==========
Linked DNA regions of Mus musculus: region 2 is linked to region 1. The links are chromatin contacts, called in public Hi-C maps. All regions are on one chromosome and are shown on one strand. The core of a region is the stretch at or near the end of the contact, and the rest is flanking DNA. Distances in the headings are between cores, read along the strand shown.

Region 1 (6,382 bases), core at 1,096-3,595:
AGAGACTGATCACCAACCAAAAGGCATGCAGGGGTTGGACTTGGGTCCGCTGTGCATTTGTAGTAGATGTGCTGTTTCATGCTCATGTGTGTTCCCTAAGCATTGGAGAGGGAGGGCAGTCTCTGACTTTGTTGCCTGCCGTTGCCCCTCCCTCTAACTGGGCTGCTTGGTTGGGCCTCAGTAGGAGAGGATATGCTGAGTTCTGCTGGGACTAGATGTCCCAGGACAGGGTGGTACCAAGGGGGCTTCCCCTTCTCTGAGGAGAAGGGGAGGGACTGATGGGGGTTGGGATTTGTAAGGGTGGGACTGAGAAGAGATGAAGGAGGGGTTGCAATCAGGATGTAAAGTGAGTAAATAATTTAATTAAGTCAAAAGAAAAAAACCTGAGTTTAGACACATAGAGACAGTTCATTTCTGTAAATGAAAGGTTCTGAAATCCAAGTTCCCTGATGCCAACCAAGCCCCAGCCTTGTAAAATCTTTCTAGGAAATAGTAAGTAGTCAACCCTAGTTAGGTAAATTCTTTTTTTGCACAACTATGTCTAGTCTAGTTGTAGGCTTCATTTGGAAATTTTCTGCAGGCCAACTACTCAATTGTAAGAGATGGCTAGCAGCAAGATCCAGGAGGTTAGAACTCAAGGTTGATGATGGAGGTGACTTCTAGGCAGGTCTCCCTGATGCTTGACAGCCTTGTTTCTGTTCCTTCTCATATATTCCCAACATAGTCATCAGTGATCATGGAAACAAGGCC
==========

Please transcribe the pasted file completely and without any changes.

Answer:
Linked DNA regions of Mus musculus: region 2 is linked to region 1. The links are chromatin contacts, called in public Hi-C maps. All regions are on one chromosome and are shown on one strand. The core of a region is the stretch at or near the end of the contact, and the rest is flanking DNA. Distances in the headings are between cores, read along the strand shown.

Region 1 (6,382 bases), core at 1,096-3,595:
AGAGACTGATCACCAACCAAAAGGCATGCAGGGGTTGGACTTGGGTCCGCTGTGCATTTGTAGTAGATGTGCTGTTTCATGCTCATGTGTGTTCCCTAAGCATTGGAGAGGGAGGGCAGTCTCTGACTTTGTTGCCTGCCGTTGCCCCTCCCTCTAACTGGGCTGCTTGGTTGGGCCTCAGTAGGAGAGGATATGCTGAGTTCTGCTGGGACTAGATGTCCCAGGACAGGGTGGTACCAAGGGGGCTTCCCCTTCTCTGAGGAGAAGGGGAGGGACTGATGGGGGTTGGGATTTGTAAGGGTGGGACTGAGAAGAGATGAAGGAGGGGTTGCAATCAGGATGTAAAGTGAGTAAATAATTTAATTAAGTCAAAAGAAAAAAACCTGAGTTTAGACACATAGAGACAGTTCATTTCTGTAAATGAAAGGTTCTGAAATCCAAGTTCCCTGATGCCAACCAAGCCCCAGCCTTGTAAAATCTTTCTAGGAAATAGTAAGTAGTCAACCCTAGTTAGGTAAATTCTTTTTTTGCACAACTATGTCTAGTCTAGTTGTAGGCTTCATTTGGAAATTTTCTGCAGGCCAACTACTCAATTGTAAGAGATGGCTAGCAGCAAGATCCAGGAGGTTAGAACTCAAGGTTGATGATGGAGGTGACTTCTAGGCAGGTCTCCCTGATGCTTGACAGCCTTGTTTCTGTTCCTTCTCATATATTCCCAACATAGTCATCAGTGATCATGGAAACAAGGCC